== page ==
Peking reveals Kampuchea peace plan offered to Soviets
Peking — On the eve of the nonaligned summit in New Delhi, China has announced a five-point peace plan for Kampuchea. The move is expected to counter Soviet pressure to gain legitimacy for the Vietnamese-backed regime in Phnom Penh. It should also give support to Kampuchean resistance groups seeking recognition by the nonaligned nations.
Although portions of the plan have been mentioned before, Western diplomats here say this is the first time China has offered in detail a peace package that does not require the complete withdrawal of Vietnamese troops before starting the negotiating process.
China is believed to have included portions of the plan in the first round of Sino-Soviet consultations held in Peking last October. The second round has just begun in Moscow March 1, with Qian Qichen heading the Chinese delegation and Leonid Ilychev, the Soviet. Both diplomats hold the rank of vice-minister of foreign affairs.
At the New Delhi meeting China, although a bystander and not a participant, is backing the effort by the five members of the Association of Southeast Asian Nations (ASEAN) to get Prince Sihanouk's Democratic Kampuchean Coalition government seated. Vietnam, which is a conference participant, is trying with equal determination to win seating for its protege, the Heng Samrin regime. Vietnam has offered its own version of partial troop withdrawal from Kampuchea, which both China and ASEAN have rejected.
The five points of the Chinese plan are:
1. Vietnam must first declare an unconditional withdrawal of all its troops from Kampuchea.
2. The Soviet Union should cease supporting ''Vietnam's aggression against Kampuchea'' and urge Hanoi to ''withdraw all its troops.''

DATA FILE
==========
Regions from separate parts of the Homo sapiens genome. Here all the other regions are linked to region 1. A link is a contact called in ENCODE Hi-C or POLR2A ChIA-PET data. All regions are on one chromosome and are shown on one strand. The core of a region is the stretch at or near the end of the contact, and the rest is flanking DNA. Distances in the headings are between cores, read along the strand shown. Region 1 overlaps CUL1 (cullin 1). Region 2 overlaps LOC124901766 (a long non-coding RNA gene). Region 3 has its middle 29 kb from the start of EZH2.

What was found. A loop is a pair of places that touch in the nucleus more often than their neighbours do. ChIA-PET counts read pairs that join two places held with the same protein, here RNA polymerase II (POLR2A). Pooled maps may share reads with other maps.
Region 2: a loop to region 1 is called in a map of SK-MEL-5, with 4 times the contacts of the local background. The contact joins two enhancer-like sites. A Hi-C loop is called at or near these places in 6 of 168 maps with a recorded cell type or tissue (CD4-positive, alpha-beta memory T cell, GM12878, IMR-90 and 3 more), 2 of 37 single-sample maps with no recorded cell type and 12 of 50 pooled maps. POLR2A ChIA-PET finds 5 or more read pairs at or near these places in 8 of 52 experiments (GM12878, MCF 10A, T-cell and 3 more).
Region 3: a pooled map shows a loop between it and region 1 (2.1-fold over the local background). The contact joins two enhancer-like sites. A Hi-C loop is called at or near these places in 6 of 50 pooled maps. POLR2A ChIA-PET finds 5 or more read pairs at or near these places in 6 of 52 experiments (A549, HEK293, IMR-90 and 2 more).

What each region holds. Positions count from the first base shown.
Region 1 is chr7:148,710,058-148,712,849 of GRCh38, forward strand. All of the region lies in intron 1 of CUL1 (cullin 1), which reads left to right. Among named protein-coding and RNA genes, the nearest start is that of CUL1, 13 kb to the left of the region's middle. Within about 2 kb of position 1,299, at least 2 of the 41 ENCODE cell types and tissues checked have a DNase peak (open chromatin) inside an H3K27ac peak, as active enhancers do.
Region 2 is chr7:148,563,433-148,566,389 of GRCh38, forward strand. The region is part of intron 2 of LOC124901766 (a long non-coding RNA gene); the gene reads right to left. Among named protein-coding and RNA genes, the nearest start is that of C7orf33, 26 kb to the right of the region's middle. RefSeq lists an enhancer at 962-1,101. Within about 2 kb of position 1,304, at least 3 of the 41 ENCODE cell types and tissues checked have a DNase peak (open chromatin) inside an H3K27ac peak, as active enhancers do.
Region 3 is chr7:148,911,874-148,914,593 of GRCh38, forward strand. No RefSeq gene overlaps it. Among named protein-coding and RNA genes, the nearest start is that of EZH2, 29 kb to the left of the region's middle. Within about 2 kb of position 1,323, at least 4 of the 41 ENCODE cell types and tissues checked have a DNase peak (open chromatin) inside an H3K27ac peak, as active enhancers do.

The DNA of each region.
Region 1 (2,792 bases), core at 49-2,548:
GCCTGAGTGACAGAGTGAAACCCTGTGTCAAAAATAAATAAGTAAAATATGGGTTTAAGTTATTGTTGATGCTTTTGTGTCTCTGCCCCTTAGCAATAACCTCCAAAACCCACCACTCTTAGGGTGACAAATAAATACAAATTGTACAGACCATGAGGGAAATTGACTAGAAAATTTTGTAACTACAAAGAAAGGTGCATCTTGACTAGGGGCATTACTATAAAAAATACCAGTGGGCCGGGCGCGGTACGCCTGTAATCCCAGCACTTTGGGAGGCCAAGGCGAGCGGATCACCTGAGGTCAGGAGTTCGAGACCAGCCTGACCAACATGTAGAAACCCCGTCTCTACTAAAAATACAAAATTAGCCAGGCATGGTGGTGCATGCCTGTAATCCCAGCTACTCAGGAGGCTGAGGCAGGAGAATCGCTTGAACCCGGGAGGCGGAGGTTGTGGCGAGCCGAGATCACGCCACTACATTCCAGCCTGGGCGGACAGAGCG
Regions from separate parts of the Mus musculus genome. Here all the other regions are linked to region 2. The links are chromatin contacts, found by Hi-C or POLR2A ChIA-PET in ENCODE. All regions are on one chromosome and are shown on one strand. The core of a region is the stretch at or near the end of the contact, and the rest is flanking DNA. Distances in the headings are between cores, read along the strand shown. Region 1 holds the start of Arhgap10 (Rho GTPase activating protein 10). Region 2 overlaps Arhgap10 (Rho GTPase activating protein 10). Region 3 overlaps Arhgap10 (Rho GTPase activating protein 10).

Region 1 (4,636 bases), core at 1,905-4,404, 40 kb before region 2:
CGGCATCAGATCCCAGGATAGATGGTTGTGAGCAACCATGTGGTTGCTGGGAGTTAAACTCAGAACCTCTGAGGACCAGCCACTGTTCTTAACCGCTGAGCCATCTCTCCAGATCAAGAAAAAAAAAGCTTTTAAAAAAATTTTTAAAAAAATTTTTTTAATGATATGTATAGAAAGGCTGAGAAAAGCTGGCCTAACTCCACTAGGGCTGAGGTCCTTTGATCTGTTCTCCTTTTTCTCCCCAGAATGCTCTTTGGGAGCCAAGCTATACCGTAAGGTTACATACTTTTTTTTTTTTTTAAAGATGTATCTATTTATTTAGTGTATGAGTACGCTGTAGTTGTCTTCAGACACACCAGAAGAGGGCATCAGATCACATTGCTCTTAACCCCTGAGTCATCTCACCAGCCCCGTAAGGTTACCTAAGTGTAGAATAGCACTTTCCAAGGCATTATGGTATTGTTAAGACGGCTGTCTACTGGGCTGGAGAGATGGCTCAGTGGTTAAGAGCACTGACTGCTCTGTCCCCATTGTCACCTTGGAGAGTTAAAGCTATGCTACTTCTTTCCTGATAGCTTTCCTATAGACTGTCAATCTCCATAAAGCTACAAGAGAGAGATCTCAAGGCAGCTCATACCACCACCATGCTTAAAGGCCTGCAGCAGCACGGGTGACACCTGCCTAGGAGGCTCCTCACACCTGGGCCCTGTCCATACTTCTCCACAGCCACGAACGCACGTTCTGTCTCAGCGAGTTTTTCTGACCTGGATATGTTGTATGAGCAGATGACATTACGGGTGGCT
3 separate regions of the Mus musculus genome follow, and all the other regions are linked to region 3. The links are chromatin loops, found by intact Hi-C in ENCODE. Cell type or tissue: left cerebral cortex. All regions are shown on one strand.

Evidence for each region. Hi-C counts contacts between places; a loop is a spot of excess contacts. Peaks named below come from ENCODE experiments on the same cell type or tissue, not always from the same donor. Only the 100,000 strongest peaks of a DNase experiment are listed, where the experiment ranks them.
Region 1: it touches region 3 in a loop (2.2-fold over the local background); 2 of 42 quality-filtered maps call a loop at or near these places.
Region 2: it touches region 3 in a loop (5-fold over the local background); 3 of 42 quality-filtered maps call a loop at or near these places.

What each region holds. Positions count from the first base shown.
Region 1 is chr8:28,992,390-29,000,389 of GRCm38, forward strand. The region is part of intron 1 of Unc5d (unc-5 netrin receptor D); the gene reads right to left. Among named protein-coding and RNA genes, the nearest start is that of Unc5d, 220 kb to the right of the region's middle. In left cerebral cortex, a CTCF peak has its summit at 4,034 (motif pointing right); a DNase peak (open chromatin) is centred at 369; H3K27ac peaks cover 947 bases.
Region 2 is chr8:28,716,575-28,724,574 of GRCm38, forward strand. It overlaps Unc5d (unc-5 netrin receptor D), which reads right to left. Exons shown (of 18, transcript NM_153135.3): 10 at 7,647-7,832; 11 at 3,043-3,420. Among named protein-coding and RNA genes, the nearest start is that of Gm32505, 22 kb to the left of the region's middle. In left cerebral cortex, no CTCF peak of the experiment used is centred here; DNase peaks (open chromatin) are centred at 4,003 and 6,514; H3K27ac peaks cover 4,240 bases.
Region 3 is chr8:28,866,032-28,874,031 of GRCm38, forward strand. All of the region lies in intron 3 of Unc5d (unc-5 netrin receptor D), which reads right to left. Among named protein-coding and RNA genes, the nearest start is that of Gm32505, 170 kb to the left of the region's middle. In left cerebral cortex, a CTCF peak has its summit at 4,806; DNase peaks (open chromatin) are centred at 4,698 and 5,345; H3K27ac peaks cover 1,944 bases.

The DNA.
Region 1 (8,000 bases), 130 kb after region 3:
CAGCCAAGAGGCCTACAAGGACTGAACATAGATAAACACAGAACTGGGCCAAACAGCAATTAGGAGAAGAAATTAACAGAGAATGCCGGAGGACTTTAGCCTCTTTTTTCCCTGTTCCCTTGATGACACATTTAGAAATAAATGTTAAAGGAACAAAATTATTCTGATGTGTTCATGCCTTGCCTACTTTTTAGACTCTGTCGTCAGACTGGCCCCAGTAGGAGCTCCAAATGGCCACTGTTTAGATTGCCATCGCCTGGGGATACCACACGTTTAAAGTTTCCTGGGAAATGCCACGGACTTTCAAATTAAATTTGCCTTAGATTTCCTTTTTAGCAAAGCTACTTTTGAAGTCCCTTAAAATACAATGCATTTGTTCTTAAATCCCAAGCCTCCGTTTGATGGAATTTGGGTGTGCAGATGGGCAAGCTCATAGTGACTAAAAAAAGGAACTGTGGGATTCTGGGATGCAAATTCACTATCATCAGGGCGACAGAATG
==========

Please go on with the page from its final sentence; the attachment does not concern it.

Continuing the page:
3. If the Vietnamese government should decide to announce a withdrawal of all its troops, the Chinese side would be willing ''after the withdrawal of the first batch of Vietnamese troops, to resume negotiations with Vietnam. . . .''
4. After the withdrawal of all Vietnamese troops, it should be up to the Kampuchean people themselves to settle all their internal issues. China ''wishes to see an independent, peaceful, neutral, and nonaligned Kampuchea.''
5. China is willing to make a joint commitment with other countries to refrain from interference in the internal affairs of Kampuchea, to respect its independence, neutrality, and nonaligned status and to respect the result of the Kampuchean people's choice made through a genuinely free election to be held under United Nations supervision.
The proposal was announced at a press briefing here March 1 given by Qi Huaiyuan, spokesman of the Chinese Ministry of Foreign Affairs. This will be the first of a series of weekly press briefings on various topics. Although so far questions are not permitted at these briefings, they constitute another step in the ministry's gradual though still limited accessibility to the foreign press since the installation of Wu Xueqian as minister last November.
Soviet sources here have said that China should talk directly with Hanoi about Kampuchea, rather than making this a topic of Sino-Soviet discussions. At the same time Moscow is understood to have assured Thailand that it would not permit Vietnamese troops to invade Thai territory in ''hot pursuit'' of Kampuchean guerrillas loyal to the Sihanouk coalition government. Hanoi, while expressing confidence about continued Soviet support, has given indications of concern about the possibility, however remote at present, of a Sino-Soviet rapprochement at Hanoi's expense.
These currents and cross-currents show the possibility of movement on the long-stalemated and tragic Kampuchean question. Western observers doubt, however , that the nonaligned summit in New Delhi or the current round of Sino-Soviet discussions will lead to concrete new developments. Vietnam does not seem about to yield on the question of stationing its troops in Kampuchea. Meanwhile the albatross for the Sihanouk-led coalition is that its militarily strongest component continues to be the Khmer Rouge, whose excesses partly precipitated the Vietnamese invasion in 1978.
Like China, the United States is a bystander at the New Delhi conference. Despite the coolness between the Reagan administration and Peking over Taiwan, Washington's long-term aims in Southeast Asia coincide with Peking's. The arrival in Washington as Chinese ambassador of one of China's most senior and experienced diplomats, Zhang Wenjing, could advance the search for common interests.